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Mast Cell Doctor in North Carolina (Read 15219 times)
DrFrankLichtenberg
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Mast Cell Doctor in North Carolina
05/10/12 at 08:12:53
 
Hello,

My name is Dr. Frank Lichtenberger MD, PhD. I recently finished my fellowship in Allergy/Immunology at the National Institutes of Health. Dr. Dean Metcalfe was my research mentor in the Mast Cell Biology section of the Laboratory of Allergic Disease.

I have opened a practice in Statesville, North Carolina, under the Allergy Partners Group practice.

My practice is accepting new patients, and I wanted to make myself known to your community. I have seen quite a few patients with Mast Cell disorders as a Fellow at the NIH, and would be very happy to continue to care for these special patients now that I am in practice.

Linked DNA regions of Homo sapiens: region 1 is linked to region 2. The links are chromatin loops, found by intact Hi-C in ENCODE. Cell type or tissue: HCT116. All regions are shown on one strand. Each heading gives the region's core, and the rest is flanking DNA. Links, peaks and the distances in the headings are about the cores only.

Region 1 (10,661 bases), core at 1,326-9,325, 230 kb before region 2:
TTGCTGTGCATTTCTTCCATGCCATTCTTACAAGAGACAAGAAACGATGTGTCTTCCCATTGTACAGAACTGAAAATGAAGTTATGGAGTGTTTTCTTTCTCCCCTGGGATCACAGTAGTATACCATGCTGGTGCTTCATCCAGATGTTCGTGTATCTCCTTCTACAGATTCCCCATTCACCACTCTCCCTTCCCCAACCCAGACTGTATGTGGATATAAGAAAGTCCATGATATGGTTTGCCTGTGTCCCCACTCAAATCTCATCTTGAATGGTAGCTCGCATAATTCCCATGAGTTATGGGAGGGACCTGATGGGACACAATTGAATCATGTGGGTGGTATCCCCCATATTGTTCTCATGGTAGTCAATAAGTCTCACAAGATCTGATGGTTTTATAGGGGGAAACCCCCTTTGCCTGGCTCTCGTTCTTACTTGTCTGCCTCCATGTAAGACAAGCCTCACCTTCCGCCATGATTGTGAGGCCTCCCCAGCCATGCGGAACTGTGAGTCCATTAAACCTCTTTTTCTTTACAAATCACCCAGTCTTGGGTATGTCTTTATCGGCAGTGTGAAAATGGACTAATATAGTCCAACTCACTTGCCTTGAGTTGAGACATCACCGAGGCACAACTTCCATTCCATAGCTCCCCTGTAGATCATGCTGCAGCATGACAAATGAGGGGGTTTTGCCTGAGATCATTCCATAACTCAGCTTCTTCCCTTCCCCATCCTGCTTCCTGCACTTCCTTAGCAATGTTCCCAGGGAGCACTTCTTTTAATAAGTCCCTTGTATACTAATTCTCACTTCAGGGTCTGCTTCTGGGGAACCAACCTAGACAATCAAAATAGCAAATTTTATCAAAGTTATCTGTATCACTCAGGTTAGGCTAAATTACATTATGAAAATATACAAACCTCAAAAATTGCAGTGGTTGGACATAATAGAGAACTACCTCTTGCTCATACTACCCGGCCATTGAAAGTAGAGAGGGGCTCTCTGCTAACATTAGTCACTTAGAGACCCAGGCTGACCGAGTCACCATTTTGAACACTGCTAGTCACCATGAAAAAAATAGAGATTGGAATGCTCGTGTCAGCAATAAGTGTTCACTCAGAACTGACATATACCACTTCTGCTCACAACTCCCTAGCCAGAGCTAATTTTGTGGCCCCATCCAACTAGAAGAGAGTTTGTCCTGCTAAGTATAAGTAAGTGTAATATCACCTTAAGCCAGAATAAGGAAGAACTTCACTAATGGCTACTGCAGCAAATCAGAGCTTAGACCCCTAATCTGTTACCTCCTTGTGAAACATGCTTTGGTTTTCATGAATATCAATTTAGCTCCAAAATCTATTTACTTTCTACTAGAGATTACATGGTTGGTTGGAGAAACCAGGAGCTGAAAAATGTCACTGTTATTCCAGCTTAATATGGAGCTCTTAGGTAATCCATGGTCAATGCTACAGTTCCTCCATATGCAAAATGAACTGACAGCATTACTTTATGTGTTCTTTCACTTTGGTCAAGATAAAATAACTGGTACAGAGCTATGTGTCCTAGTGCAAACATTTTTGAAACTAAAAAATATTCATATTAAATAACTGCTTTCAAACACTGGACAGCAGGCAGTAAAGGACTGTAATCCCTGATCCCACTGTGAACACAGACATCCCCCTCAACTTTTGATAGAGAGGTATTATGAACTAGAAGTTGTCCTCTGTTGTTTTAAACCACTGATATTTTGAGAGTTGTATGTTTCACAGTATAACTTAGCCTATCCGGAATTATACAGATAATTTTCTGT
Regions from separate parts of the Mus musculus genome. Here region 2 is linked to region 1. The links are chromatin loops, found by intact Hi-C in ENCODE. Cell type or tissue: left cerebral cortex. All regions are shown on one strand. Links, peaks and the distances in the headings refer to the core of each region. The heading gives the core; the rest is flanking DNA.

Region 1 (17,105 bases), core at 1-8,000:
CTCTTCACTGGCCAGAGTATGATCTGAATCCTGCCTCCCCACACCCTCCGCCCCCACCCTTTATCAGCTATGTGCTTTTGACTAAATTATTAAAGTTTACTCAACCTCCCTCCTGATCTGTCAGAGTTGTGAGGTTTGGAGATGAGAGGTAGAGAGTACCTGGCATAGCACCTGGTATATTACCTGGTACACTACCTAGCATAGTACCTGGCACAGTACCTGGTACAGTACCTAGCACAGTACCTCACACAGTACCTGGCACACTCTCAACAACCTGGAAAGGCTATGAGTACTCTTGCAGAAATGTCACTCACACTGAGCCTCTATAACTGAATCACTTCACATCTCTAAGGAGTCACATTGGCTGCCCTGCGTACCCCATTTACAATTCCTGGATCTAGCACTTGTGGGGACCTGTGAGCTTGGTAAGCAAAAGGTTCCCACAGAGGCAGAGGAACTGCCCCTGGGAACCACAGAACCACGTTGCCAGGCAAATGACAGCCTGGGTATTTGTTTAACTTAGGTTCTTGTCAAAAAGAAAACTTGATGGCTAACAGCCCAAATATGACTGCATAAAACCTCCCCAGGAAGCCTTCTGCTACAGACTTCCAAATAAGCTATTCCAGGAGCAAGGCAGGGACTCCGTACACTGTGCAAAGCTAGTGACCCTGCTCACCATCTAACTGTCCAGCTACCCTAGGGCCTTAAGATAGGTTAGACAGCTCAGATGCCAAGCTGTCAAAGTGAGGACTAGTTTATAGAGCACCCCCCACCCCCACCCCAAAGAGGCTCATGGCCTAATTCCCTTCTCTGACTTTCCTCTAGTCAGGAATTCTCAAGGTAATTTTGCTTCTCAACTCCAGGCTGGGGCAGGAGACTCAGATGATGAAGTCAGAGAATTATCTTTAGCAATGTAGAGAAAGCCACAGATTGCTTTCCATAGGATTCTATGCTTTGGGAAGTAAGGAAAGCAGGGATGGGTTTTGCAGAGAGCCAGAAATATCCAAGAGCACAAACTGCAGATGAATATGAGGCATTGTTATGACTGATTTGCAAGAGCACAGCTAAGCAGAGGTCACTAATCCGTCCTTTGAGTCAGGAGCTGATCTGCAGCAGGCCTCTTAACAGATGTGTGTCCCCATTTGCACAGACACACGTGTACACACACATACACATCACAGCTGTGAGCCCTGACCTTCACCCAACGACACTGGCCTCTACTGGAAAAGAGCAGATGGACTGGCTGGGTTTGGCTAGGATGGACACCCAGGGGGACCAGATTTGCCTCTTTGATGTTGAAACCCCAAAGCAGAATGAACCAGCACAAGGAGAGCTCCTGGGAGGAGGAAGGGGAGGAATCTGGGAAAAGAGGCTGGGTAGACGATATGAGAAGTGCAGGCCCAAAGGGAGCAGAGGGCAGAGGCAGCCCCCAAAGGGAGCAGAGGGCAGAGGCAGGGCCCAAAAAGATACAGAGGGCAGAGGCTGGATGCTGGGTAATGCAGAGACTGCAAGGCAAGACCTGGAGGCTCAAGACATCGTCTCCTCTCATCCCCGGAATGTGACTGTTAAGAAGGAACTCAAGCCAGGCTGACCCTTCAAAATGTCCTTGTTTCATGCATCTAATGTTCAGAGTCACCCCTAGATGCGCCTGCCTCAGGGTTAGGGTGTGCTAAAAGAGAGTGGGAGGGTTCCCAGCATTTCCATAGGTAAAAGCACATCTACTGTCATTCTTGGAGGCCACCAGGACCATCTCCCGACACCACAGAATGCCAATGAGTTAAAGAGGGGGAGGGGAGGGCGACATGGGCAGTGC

My contact information:
Dr. Frank Lichtenberger
Allergy Partners of Statesville, NC
1703 Davie Ave
Statesville, NC 28677
Office: 1-704-873-5055

Thank you for allowing my to be a part of your group. I would be happy to answer any questions.

-Frank




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Riverwn
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Re: Mast Cell Doctor in North Carolina
Reply #1 - 05/10/12 at 14:05:37
 
Hello Dr Lichtenberger!
It is such a joy to welcome you here. Your back round is impressive with experts we recognize in the Masto Medical community and it is heartening to know you will expand that field and be there for those of us who live with this disorder. As you know there are few experts we can turn to and know they are truly versed in Mast Cell Disorders. Thank you so much for joining those ranks and giving us a real choice in health care Smiley We welcome you to this board and hope the future truly holds benefits for us all.